Project Manager, Academic Courseware
In the quest for engineering education not much has changed in terms of process. From grade school to grad school, most school years end with a flurry of projects and presentations. This rush at the end of the semester is to prove that the material students spent months mastering does, in fact, have relevance in the “real world.” After the repetition of reading about concepts, answering questions, and watching the instructor demonstrate an example, students try to apply what they supposedly absorbed from countless hours of passive learning. Needless to say, keeping students engaged through months of traditional, text-based instruction is difficult at best.
While many educators crave (and actually dream about) the day they can implement an all hands-on, project-based learning curriculum, that often takes more time and resources than they can possibly fit into a typical class, especially one where experimentation may not be the primary focus.
But, not all is lost. It is possible to take a step in the right direction. Start students on small, but engaging hands-on experiences that allow them to explore and learn without requiring a lot of background knowledge. Educators should guide them to build those connections as they almost unknowingly dive deep into important concepts like heat transfer or wave mechanics. Through the interactive nature of these experiences, concepts that seem boring or inconsequential on paper become the most interesting lesson of the week. As they are given more time with experiments, students discover questions to research and decide for themselves what experiments to conduct.
National Instruments understands that incorporating technology and experimentation into courses can be a challenge for many schools. So they’ve developed a tangible solution to address these needs.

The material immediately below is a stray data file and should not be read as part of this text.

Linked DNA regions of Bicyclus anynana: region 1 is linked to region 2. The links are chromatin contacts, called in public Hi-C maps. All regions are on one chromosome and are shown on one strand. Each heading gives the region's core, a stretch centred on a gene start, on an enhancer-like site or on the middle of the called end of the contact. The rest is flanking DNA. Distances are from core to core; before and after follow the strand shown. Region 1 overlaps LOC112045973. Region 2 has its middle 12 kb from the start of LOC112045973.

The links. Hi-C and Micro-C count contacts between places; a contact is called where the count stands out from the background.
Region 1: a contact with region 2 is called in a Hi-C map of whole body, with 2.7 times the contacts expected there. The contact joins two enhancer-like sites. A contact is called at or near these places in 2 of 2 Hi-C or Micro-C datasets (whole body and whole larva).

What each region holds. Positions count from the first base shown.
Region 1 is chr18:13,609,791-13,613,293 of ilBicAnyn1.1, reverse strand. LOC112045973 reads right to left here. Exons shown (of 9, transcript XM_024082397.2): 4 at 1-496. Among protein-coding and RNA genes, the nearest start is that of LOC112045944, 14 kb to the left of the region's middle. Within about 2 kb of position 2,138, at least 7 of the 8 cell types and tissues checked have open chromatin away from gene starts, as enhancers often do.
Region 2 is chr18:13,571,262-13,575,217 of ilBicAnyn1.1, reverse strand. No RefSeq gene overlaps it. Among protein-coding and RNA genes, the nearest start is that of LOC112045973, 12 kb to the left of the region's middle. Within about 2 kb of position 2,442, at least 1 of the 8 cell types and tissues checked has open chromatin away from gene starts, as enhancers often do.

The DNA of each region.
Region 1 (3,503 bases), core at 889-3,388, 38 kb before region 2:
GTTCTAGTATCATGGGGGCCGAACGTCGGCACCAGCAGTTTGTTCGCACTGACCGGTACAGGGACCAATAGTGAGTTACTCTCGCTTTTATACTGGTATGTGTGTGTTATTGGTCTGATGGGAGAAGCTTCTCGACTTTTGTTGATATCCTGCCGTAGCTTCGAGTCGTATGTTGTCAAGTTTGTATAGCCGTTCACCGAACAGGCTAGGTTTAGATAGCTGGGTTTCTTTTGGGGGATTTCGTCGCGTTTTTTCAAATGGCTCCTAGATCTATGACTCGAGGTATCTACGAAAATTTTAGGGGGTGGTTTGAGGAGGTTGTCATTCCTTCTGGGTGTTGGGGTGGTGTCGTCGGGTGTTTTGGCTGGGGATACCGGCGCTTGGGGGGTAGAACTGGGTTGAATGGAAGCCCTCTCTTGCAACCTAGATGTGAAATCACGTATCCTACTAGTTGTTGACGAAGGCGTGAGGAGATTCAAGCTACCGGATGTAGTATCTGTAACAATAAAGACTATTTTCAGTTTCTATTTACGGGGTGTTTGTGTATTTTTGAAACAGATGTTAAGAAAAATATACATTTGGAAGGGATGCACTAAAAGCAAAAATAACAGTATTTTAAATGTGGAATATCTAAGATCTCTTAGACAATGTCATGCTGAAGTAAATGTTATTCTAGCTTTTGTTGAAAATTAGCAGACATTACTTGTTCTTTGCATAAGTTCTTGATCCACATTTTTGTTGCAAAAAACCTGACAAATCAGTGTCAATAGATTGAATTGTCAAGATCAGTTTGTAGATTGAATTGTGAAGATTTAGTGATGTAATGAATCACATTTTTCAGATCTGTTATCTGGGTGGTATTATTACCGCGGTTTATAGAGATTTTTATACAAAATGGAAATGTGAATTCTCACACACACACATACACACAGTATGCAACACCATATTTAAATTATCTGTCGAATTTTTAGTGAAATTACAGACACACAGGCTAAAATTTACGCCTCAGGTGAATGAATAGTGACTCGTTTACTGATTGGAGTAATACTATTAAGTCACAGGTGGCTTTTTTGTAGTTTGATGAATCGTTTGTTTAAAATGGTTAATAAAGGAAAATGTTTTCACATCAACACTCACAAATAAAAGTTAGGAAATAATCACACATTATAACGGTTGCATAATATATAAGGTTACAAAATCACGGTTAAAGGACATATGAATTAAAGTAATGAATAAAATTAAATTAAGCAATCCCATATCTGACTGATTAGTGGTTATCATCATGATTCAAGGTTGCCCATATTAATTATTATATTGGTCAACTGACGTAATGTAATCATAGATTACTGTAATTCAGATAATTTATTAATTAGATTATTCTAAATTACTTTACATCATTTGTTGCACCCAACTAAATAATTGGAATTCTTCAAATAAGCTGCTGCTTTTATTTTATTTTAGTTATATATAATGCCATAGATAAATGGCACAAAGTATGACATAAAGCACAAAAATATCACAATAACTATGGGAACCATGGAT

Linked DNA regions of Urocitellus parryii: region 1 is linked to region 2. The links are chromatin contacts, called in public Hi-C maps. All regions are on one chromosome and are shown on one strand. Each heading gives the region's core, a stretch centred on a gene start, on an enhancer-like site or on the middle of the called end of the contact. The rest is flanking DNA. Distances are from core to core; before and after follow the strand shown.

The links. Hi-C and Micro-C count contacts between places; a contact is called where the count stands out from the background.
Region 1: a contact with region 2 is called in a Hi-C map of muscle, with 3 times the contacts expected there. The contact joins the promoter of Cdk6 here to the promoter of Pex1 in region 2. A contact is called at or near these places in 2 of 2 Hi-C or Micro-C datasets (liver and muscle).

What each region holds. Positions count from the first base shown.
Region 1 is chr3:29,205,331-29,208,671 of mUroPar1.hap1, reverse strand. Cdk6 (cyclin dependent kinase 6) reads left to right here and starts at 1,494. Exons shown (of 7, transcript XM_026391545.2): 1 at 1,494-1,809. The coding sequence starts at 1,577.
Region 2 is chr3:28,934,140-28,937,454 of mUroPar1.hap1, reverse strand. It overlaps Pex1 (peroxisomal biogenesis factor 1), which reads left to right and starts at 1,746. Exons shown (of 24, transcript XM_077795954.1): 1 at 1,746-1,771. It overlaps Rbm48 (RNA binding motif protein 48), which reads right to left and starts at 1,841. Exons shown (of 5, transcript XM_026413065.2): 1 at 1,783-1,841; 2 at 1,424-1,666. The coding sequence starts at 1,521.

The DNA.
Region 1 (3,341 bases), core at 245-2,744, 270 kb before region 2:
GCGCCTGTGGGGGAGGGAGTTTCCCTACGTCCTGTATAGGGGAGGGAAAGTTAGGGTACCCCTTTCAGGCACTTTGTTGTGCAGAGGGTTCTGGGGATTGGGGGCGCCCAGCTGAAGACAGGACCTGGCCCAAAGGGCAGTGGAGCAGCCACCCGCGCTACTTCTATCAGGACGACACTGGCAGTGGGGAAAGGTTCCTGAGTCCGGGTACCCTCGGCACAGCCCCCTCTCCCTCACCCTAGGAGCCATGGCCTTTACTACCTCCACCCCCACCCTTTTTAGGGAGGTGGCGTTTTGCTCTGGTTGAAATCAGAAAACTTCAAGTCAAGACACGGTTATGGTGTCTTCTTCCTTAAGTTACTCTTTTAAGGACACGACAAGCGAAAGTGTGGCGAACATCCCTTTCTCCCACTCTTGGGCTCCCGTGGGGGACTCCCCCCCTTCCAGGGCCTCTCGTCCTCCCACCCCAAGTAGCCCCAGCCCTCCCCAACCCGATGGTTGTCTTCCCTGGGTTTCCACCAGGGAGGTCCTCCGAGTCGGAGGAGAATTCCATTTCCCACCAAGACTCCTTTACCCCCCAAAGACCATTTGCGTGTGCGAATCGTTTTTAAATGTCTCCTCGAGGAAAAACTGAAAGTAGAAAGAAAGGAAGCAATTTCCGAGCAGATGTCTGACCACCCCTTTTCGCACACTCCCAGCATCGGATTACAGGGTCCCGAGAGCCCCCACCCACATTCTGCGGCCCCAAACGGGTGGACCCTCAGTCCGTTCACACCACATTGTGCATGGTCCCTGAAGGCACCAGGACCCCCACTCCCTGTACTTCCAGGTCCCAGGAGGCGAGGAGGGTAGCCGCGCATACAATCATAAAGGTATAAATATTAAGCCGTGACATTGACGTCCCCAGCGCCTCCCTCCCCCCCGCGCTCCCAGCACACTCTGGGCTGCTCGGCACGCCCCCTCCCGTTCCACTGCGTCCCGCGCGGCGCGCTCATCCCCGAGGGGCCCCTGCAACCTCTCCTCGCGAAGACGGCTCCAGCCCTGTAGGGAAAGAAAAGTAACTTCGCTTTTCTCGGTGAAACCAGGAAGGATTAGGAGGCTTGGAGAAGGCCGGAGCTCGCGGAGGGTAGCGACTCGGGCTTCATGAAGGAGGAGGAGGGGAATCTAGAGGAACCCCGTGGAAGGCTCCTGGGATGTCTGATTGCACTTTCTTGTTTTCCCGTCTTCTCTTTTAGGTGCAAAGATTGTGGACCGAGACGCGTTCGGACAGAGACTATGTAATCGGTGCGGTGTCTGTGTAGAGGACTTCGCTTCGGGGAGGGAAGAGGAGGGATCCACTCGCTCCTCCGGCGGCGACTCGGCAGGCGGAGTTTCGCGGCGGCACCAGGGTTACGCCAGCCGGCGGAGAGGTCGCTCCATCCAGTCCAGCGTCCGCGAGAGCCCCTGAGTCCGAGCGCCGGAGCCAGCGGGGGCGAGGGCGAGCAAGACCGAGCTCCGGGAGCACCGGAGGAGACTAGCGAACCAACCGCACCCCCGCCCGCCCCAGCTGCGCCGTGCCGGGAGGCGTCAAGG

The NI Action Packs are a comprehensive bundle of tools created specifically for educators. They use the NI LabVIEW graphical programming language, NI myDAQ measurement device, and NI miniSystems, to help students explore the physical world around them on their own terms. Schools and colleges around the world are using these powerful, but accessible tools to ensure that students experience the power of instant relevance that comes with having an industry-inspired hands-on experience as part of the introduction to complicated concepts like structural analysis, power grid technology, or thermodynamics. For them, real-world connections and engagement begin in week one and continue to progress throughout the semester versus waiting until the end of the semester project.
As Farner and Garber have found, the ideas and tools in the NI Action Packs do not end with the introductory activity; the same hardware resources can be reused with LabVIEW, to give students a tool they can use to make the end of course projects even better. Better yet, students can explore and discover on their own terms year-round.
Beyond the classroom, the engineering industry demands that students graduate with the skills and experience to solve a broad range of engineering challenges in an increasingly complex world. Knowing how components work is not enough; today’s students need the skills to understand and design full system solutions. Only spending time in the classroom will not provide these skills, so educators, parents, and students must find ways to foster development through personally driven hands-on projects and out-of-classroom experiences. Students who are able to discover their own questions and design their own solutions will continue to do so outside of the classroom intrinsically.
For more information on NI myDAQ and all accessories, visit www.ni.com/mydaq.
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